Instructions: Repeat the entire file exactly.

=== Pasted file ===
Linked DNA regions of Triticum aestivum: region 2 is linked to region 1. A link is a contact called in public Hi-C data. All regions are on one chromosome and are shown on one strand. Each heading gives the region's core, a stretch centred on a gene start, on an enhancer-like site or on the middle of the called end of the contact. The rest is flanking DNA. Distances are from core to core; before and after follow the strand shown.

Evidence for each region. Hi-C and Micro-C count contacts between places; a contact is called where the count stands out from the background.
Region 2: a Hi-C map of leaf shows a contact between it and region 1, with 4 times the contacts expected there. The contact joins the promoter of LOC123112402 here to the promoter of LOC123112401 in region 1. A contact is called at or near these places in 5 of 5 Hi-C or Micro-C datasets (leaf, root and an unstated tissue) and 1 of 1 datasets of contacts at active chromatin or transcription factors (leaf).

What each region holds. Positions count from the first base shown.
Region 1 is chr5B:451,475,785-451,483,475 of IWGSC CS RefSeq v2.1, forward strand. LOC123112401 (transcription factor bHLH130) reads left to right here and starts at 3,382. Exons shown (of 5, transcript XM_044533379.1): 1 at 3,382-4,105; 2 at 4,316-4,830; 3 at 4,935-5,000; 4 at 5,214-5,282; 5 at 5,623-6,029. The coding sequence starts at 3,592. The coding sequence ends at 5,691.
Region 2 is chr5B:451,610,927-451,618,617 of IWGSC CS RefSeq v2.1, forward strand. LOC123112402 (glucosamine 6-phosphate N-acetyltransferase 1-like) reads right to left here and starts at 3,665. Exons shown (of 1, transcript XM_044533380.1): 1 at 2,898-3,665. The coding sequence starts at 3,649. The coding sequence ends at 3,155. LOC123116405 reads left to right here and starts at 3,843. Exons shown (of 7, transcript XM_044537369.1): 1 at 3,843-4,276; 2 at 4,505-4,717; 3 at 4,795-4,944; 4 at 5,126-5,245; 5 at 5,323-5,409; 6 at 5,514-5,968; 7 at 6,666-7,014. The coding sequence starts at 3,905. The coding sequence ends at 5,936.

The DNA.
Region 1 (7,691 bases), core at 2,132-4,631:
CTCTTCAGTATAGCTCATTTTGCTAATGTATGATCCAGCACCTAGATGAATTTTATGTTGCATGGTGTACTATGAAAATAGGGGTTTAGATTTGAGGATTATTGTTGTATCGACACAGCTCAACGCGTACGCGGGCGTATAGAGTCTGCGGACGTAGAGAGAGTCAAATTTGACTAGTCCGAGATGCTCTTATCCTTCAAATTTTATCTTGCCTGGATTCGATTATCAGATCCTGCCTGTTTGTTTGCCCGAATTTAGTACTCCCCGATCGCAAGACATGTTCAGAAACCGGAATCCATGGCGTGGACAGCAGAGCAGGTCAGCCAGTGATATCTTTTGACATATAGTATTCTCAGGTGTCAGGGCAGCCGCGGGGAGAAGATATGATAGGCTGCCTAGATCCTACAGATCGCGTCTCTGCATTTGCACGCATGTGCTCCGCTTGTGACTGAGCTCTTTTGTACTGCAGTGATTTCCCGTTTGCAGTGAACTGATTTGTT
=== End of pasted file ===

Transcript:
Linked DNA regions of Triticum aestivum: region 2 is linked to region 1. A link is a contact called in public Hi-C data. All regions are on one chromosome and are shown on one strand. Each heading gives the region's core, a stretch centred on a gene start, on an enhancer-like site or on the middle of the called end of the contact. The rest is flanking DNA. Distances are from core to core; before and after follow the strand shown.

Evidence for each region. Hi-C and Micro-C count contacts between places; a contact is called where the count stands out from the background.
Region 2: a Hi-C map of leaf shows a contact between it and region 1, with 4 times the contacts expected there. The contact joins the promoter of LOC123112402 here to the promoter of LOC123112401 in region 1. A contact is called at or near these places in 5 of 5 Hi-C or Micro-C datasets (leaf, root and an unstated tissue) and 1 of 1 datasets of contacts at active chromatin or transcription factors (leaf).

What each region holds. Positions count from the first base shown.
Region 1 is chr5B:451,475,785-451,483,475 of IWGSC CS RefSeq v2.1, forward strand. LOC123112401 (transcription factor bHLH130) reads left to right here and starts at 3,382. Exons shown (of 5, transcript XM_044533379.1): 1 at 3,382-4,105; 2 at 4,316-4,830; 3 at 4,935-5,000; 4 at 5,214-5,282; 5 at 5,623-6,029. The coding sequence starts at 3,592. The coding sequence ends at 5,691.
Region 2 is chr5B:451,610,927-451,618,617 of IWGSC CS RefSeq v2.1, forward strand. LOC123112402 (glucosamine 6-phosphate N-acetyltransferase 1-like) reads right to left here and starts at 3,665. Exons shown (of 1, transcript XM_044533380.1): 1 at 2,898-3,665. The coding sequence starts at 3,649. The coding sequence ends at 3,155. LOC123116405 reads left to right here and starts at 3,843. Exons shown (of 7, transcript XM_044537369.1): 1 at 3,843-4,276; 2 at 4,505-4,717; 3 at 4,795-4,944; 4 at 5,126-5,245; 5 at 5,323-5,409; 6 at 5,514-5,968; 7 at 6,666-7,014. The coding sequence starts at 3,905. The coding sequence ends at 5,936.

The DNA.
Region 1 (7,691 bases), core at 2,132-4,631:
CTCTTCAGTATAGCTCATTTTGCTAATGTATGATCCAGCACCTAGATGAATTTTATGTTGCATGGTGTACTATGAAAATAGGGGTTTAGATTTGAGGATTATTGTTGTATCGACACAGCTCAACGCGTACGCGGGCGTATAGAGTCTGCGGACGTAGAGAGAGTCAAATTTGACTAGTCCGAGATGCTCTTATCCTTCAAATTTTATCTTGCCTGGATTCGATTATCAGATCCTGCCTGTTTGTTTGCCCGAATTTAGTACTCCCCGATCGCAAGACATGTTCAGAAACCGGAATCCATGGCGTGGACAGCAGAGCAGGTCAGCCAGTGATATCTTTTGACATATAGTATTCTCAGGTGTCAGGGCAGCCGCGGGGAGAAGATATGATAGGCTGCCTAGATCCTACAGATCGCGTCTCTGCATTTGCACGCATGTGCTCCGCTTGTGACTGAGCTCTTTTGTACTGCAGTGATTTCCCGTTTGCAGTGAACTGATTTGTT